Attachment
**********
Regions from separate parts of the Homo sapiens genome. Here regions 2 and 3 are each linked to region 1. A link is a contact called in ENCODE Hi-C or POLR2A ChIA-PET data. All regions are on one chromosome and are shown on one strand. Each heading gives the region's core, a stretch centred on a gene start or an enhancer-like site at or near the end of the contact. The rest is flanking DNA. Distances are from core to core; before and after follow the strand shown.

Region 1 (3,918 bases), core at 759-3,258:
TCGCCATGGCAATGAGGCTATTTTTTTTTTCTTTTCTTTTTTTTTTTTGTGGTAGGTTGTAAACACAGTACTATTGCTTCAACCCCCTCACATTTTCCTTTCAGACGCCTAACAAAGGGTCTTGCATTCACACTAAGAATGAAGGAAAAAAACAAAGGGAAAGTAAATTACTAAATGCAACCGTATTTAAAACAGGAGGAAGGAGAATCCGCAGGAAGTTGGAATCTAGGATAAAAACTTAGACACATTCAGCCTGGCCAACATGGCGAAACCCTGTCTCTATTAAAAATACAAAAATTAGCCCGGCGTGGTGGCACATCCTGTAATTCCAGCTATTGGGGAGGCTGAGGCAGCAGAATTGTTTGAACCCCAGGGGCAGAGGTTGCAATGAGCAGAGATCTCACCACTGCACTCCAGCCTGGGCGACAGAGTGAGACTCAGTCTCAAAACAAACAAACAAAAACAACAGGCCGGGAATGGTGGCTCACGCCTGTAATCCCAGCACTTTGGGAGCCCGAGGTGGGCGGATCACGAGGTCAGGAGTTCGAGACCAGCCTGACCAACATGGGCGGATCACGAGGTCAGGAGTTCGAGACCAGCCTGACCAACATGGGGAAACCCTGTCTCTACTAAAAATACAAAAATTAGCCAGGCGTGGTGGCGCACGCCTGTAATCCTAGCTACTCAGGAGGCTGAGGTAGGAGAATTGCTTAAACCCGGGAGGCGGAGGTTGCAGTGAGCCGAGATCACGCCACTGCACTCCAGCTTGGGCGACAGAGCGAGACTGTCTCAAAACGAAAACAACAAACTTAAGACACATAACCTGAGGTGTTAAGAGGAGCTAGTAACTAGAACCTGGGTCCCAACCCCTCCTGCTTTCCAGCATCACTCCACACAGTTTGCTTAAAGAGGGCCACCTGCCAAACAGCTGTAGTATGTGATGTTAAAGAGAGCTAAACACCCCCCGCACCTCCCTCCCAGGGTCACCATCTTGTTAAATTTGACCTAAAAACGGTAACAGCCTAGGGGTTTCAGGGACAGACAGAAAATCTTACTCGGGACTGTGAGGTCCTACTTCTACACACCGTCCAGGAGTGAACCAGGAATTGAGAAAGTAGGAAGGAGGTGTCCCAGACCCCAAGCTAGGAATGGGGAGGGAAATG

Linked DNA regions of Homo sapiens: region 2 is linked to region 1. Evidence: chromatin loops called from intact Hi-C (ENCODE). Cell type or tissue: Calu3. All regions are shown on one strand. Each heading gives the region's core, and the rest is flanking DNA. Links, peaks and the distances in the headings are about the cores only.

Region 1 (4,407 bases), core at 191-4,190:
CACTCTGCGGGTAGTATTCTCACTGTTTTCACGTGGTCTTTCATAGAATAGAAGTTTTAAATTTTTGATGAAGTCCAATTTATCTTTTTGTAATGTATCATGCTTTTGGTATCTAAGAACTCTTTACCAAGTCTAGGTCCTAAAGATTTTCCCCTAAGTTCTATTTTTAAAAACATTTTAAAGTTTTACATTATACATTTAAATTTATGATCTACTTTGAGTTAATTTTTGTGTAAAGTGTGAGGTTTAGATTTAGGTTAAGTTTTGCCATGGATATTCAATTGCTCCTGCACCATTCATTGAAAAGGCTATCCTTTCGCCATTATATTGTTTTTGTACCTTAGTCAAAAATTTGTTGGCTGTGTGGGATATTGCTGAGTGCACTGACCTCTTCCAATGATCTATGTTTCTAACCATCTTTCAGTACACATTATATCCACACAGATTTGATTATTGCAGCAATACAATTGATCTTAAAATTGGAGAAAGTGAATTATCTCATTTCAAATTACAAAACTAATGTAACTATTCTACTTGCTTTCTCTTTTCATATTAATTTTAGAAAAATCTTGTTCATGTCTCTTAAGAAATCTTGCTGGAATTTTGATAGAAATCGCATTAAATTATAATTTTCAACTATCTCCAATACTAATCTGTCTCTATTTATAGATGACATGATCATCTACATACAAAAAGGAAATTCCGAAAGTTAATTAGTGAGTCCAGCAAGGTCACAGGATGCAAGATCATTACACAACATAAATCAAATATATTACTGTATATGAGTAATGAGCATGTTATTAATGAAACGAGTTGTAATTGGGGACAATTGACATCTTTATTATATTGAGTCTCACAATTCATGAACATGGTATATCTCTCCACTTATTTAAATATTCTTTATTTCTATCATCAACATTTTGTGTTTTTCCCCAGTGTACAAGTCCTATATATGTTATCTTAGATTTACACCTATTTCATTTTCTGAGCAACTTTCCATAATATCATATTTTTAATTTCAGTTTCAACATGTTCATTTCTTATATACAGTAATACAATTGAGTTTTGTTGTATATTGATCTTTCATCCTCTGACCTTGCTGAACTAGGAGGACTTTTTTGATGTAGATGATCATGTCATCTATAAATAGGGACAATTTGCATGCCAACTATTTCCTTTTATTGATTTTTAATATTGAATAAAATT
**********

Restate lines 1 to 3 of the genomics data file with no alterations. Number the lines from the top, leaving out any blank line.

Regions from separate parts of the Homo sapiens genome. Here regions 2 and 3 are each linked to region 1. A link is a contact called in ENCODE Hi-C or POLR2A ChIA-PET data. All regions are on one chromosome and are shown on one strand. Each heading gives the region's core, a stretch centred on a gene start or an enhancer-like site at or near the end of the contact. The rest is flanking DNA. Distances are from core to core; before and after follow the strand shown.

Region 1 (3,918 bases), core at 759-3,258:
TCGCCATGGCAATGAGGCTATTTTTTTTTTCTTTTCTTTTTTTTTTTTGTGGTAGGTTGTAAACACAGTACTATTGCTTCAACCCCCTCACATTTTCCTTTCAGACGCCTAACAAAGGGTCTTGCATTCACACTAAGAATGAAGGAAAAAAACAAAGGGAAAGTAAATTACTAAATGCAACCGTATTTAAAACAGGAGGAAGGAGAATCCGCAGGAAGTTGGAATCTAGGATAAAAACTTAGACACATTCAGCCTGGCCAACATGGCGAAACCCTGTCTCTATTAAAAATACAAAAATTAGCCCGGCGTGGTGGCACATCCTGTAATTCCAGCTATTGGGGAGGCTGAGGCAGCAGAATTGTTTGAACCCCAGGGGCAGAGGTTGCAATGAGCAGAGATCTCACCACTGCACTCCAGCCTGGGCGACAGAGTGAGACTCAGTCTCAAAACAAACAAACAAAAACAACAGGCCGGGAATGGTGGCTCACGCCTGTAATCCCAGCACTTTGGGAGCCCGAGGTGGGCGGATCACGAGGTCAGGAGTTCGAGACCAGCCTGACCAACATGGGCGGATCACGAGGTCAGGAGTTCGAGACCAGCCTGACCAACATGGGGAAACCCTGTCTCTACTAAAAATACAAAAATTAGCCAGGCGTGGTGGCGCACGCCTGTAATCCTAGCTACTCAGGAGGCTGAGGTAGGAGAATTGCTTAAACCCGGGAGGCGGAGGTTGCAGTGAGCCGAGATCACGCCACTGCACTCCAGCTTGGGCGACAGAGCGAGACTGTCTCAAAACGAAAACAACAAACTTAAGACACATAACCTGAGGTGTTAAGAGGAGCTAGTAACTAGAACCTGGGTCCCAACCCCTCCTGCTTTCCAGCATCACTCCACACAGTTTGCTTAAAGAGGGCCACCTGCCAAACAGCTGTAGTATGTGATGTTAAAGAGAGCTAAACACCCCCCGCACCTCCCTCCCAGGGTCACCATCTTGTTAAATTTGACCTAAAAACGGTAACAGCCTAGGGGTTTCAGGGACAGACAGAAAATCTTACTCGGGACTGTGAGGTCCTACTTCTACACACCGTCCAGGAGTGAACCAGGAATTGAGAAAGTAGGAAGGAGGTGTCCCAGACCCCAAGCTAGGAATGGGGAGGGAAATG